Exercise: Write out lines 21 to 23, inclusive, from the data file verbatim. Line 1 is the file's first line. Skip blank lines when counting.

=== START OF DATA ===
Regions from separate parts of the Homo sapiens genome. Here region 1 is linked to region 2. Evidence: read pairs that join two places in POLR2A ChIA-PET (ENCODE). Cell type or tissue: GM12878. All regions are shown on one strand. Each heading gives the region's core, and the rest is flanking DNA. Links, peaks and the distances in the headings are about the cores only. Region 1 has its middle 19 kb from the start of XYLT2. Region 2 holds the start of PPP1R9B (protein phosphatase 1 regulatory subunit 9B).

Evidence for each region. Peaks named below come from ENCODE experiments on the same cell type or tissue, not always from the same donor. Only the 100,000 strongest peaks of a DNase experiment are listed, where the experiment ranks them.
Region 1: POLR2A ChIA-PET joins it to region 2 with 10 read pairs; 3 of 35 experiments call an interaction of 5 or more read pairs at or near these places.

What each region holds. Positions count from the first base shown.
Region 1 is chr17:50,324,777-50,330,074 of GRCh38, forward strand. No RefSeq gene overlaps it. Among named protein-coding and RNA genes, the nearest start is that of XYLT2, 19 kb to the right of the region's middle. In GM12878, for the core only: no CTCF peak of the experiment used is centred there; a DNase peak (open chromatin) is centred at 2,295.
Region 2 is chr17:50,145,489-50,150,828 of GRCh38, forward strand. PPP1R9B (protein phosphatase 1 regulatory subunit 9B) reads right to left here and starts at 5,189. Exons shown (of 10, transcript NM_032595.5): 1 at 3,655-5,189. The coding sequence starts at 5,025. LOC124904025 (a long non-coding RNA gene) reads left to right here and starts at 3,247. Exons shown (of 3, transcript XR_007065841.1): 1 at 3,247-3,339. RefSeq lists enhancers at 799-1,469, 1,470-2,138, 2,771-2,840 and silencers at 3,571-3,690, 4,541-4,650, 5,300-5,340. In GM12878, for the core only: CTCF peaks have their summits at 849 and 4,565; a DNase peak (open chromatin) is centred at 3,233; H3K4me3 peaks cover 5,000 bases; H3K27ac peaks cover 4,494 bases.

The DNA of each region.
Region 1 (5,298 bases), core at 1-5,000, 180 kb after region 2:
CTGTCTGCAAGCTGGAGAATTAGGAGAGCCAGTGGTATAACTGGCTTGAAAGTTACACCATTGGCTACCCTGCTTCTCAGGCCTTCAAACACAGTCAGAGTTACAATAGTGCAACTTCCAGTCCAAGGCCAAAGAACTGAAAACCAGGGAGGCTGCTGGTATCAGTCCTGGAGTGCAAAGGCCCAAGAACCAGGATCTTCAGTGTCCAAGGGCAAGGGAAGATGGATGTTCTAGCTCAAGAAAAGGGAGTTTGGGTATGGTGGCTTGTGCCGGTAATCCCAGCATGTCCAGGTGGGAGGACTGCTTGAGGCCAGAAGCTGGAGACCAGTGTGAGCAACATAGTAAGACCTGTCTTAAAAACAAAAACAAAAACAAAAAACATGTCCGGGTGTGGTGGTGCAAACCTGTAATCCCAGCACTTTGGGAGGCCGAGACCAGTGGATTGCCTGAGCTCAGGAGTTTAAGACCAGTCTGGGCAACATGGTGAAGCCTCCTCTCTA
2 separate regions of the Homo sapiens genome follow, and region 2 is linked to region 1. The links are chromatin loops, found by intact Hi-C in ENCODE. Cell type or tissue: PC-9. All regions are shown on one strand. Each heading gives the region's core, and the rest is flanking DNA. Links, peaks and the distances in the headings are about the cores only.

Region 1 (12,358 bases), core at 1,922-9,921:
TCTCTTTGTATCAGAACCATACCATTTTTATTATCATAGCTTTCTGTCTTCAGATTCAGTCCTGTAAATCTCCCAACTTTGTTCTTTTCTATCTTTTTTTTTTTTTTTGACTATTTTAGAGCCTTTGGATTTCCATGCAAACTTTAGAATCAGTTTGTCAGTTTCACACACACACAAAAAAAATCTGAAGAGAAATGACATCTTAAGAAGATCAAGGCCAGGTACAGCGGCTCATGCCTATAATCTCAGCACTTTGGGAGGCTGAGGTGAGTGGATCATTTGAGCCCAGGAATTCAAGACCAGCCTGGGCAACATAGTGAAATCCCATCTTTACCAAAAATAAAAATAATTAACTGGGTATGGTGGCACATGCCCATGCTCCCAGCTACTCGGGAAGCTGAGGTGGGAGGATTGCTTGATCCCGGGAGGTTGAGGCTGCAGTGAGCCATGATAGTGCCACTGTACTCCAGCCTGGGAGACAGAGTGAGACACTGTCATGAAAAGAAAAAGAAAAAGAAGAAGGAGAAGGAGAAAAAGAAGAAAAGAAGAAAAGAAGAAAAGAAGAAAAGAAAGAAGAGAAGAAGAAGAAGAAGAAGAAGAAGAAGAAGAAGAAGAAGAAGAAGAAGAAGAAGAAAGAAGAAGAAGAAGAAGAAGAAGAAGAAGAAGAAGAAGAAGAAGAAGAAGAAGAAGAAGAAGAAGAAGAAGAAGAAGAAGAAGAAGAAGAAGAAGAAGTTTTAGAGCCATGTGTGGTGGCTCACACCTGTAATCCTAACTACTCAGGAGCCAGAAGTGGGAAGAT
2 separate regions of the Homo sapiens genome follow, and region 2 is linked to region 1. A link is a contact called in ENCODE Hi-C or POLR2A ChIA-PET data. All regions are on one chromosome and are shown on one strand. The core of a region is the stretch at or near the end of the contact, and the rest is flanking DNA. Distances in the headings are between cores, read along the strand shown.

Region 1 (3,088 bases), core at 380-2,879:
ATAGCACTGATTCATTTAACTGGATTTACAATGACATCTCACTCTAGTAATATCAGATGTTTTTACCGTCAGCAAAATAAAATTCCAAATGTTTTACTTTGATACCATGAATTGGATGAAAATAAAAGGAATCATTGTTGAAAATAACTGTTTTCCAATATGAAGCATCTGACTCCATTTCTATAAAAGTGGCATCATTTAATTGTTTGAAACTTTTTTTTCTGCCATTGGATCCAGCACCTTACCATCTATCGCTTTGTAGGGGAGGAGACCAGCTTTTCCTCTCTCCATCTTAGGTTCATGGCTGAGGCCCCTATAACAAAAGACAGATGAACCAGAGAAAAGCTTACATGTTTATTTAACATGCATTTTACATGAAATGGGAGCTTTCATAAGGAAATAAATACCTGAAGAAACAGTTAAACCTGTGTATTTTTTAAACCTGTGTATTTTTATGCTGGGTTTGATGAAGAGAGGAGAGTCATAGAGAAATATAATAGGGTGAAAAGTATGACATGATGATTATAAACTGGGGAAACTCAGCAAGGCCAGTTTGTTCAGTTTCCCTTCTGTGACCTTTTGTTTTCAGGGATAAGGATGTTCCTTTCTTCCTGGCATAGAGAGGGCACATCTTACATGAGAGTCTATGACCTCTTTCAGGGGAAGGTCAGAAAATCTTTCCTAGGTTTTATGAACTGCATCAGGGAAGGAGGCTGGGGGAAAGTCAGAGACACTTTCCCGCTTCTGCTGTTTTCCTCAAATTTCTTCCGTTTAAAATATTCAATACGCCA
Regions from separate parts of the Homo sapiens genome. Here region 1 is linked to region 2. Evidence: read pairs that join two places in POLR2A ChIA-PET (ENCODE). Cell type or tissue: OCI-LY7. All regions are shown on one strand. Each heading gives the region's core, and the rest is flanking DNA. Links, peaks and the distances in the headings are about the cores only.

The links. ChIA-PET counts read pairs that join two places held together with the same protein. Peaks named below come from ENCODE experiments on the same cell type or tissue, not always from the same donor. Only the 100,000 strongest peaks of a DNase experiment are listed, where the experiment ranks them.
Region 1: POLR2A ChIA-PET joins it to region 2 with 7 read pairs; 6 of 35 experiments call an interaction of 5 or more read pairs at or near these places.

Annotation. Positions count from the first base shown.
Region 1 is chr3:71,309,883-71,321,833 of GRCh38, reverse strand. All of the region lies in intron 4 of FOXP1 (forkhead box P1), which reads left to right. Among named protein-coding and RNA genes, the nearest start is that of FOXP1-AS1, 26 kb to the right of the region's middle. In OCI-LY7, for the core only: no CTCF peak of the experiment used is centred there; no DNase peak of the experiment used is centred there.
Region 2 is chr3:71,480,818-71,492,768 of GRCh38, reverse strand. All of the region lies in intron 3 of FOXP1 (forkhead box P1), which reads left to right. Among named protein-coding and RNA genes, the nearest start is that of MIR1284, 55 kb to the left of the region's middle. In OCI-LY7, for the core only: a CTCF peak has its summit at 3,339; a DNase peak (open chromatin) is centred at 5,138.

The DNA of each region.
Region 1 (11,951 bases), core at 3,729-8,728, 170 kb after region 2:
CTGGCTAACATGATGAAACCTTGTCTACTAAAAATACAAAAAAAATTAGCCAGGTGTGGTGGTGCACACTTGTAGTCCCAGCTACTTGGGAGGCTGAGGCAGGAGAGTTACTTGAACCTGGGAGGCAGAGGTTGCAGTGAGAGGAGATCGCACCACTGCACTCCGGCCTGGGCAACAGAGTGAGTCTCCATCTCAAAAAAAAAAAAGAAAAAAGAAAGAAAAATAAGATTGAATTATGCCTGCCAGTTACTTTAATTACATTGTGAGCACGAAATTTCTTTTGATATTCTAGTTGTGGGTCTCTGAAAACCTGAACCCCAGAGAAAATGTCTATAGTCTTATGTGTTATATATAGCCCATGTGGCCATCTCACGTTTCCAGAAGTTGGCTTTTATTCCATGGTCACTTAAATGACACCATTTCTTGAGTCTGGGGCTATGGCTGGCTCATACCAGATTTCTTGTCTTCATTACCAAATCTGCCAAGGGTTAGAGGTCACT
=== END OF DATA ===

Region 2 is chr3:71,480,818-71,492,768 of GRCh38, reverse strand. All of the region lies in intron 3 of FOXP1 (forkhead box P1), which reads left to right. Among named protein-coding and RNA genes, the nearest start is that of MIR1284, 55 kb to the left of the region's middle. In OCI-LY7, for the core only: a CTCF peak has its summit at 3,339; a DNase peak (open chromatin) is centred at 5,138.

The DNA of each region.
Region 1 (11,951 bases), core at 3,729-8,728, 170 kb after region 2: